C. Trade Secrets

Under the Missouri Uniform Trade Secrets Act, a "trade secret" is information or data that

(a) Derives independent economic value, actual or potential, from not being generally known to, and not being readily ascertainable by proper means by other persons who can obtain economic value from its disclosure or use; and
*1074 (b) Is the subject of efforts that are reasonably under the circumstances to maintain its secrecy.

Mo.Rev.Stat. § 417.453(4). Actual or threatened misappropriations of trade secrets may be enjoined. Id. § 417.455.1. "Misappropriation" is statutorily defined and occurs in two ways. The first is when one acquires a trade secret through "improper means," that is, through such means as theft, bribery or inducing one to breach a duty of secrecy. Id. § 417.453(2) (a) (incorporating phrase "improper means", which is defined in § 417.452(1)). There is no evidence that this occurred in the present case. The second example of misappropriation occurs when one disclosing a trade secret without consent, inter alia, knew or had reason to know that the secret was "[a]cquired under circumstances giving rise to a duty to maintain its secrecy or limit its use." Id. § 417.453(2) (b).c(ii).

The Court concludes that Plaintiffs have been somewhat broad in their designation of materials as trade secrets. Some of the information so designated is publicly available, and some of it is so elementary and obvious (e.g., certain basic, business-oriented catch phrases and Plaintiffs' desire to retain experienced tax preparers) that there is no competitive advantage gained from its secrecy. However, Fortner and Enchura were exposed to some of Plaintiffs' trade secrets at the September Meeting. These consist primarily (but not exclusively) of (1) details of advertising and marketing plans, (2) changes and additions to services offered to customers, and (3) compensation and pricing issues.

There has been no evidence that the individual Defendants have actually misappropriated those trade secrets by revealing them to JH (or anyone else). The present focus is whether there is a threatened misappropriation. The Court concludes there is not.

Plaintiffs' sole argument is that disclosure is inevitable. In making this claim, they do not argue that Enchura or Fortner will purposely and consciously reveal Plaintiffs' trade secrets to JH.[5] Instead, relying on the Seventh Circuit's decision in PepsiCo, Inc. v. Redmond, 54 F.3d 1262 (7th Cir.1995), Plaintiffs argue that Fortner and Enchura will inevitably, albeit subconsciously, rely on and use Plaintiffs' trade secrets while performing their duties for JH. In relying on PepsiCo, Plaintiff ignores that case's unique facts as well as the Seventh Circuit's indication that the theory employed therein will arise rarely. 54 F.3d at 1270.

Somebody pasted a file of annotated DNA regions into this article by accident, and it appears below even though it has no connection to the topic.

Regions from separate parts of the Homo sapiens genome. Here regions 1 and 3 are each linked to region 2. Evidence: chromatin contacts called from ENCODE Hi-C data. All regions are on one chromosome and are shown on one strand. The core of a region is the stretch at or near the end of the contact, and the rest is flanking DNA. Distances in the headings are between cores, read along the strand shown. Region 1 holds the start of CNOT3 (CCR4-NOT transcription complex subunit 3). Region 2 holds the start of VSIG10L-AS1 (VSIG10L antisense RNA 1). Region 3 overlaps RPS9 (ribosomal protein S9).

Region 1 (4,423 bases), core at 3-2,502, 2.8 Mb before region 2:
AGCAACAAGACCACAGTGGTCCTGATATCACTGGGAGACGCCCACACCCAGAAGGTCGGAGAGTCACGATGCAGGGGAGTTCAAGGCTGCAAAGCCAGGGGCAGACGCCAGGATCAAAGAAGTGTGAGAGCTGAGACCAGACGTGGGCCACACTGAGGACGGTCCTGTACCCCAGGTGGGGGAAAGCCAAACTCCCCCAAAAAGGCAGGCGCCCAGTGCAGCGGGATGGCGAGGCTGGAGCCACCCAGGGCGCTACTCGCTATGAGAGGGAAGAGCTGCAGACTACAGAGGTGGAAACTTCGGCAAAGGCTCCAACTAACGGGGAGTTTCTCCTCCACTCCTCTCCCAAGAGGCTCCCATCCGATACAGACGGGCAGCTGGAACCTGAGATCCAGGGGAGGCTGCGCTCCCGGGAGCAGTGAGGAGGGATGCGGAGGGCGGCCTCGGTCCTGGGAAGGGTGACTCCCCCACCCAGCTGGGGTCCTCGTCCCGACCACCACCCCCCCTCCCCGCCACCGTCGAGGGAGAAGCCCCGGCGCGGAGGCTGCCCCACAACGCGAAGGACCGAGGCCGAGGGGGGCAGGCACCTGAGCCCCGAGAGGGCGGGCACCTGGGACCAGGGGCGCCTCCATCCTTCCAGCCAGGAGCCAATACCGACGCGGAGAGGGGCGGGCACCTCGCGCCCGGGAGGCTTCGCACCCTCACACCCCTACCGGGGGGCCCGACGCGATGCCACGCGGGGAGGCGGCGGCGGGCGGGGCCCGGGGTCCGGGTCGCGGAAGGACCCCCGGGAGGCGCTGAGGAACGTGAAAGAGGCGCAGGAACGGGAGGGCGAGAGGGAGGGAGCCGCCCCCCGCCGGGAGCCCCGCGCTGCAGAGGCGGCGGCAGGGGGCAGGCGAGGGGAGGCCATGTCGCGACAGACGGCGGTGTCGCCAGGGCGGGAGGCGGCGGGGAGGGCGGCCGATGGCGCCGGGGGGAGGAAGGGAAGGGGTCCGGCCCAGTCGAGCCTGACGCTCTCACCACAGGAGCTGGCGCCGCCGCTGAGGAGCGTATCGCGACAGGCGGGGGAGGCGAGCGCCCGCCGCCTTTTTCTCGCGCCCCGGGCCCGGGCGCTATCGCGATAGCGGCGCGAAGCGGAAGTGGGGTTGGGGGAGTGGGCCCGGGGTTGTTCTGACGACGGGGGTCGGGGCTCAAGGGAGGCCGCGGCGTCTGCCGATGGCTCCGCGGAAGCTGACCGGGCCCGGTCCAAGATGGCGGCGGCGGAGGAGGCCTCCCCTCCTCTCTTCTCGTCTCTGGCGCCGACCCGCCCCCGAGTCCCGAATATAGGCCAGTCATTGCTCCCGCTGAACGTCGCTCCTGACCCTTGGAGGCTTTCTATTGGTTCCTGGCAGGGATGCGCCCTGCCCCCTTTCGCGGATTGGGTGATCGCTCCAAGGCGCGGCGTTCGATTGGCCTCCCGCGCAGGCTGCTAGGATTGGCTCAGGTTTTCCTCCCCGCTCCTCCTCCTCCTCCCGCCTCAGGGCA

PepsiCo involved the General Manager (Redmond) of PepsiCo's North American California Unit, which was responsible for a significant percentage of PepsiCo's North American profits. This high-ranking position gave Redmond access to inside information about PepsiCo, including specifically its strategies for manufacturing, producing, marketing, packaging and distributing products. Of critical importance was PepsiCo's plans regarding sports drinks and "new age" drinks (collectively "sports drinks"), which Redmond bore significant responsibility for implementing. In November 1994, Redmond accepted an offer from Quaker Oats Company ("Quaker"), which directly competed with PepsiCo in the sports drink market. The district court found (and the appellate court affirmed the finding) that Redmond deceived PepsiCo by revealing the fact of the offer but misstating that he had not decided what to do when he had already accepted it. Redmond's duties at Quaker include planning the pricing, distribution systems, products, packaging and marketing for Quaker's sports drink products. The district court granted PepsiCo's request for an injunction that, inter alia, prohibited *1075 Redmond from assuming any duties for Quaker.

The Seventh Circuit characterized PepsiCo's argument as an "assert[ion] that Redmond cannot help but rely on [PepsiCo's] trade secrets as he helps plot Gatorade and Snapple's new course, and that these secrets will enable Quaker to achieve a substantial advantage by knowing exactly how [PepsiCo] will price, distribute and market its sports drinks and new age drinks and being able to respond strategically." 54 F.3d at 1270. Redmond and Quaker argued that Quaker and PepsiCo had different distribution systems and plans, and that Redmond had promised not to disclose any confidential information. These arguments were rejected as "fall[ing] somewhat short of the mark" because Redmond would likely be in situations in which his knowledge of PepsiCo's plans would be helpful to him in charting Quaker's actions. Id. The Seventh Circuit ultimately concluded as follows: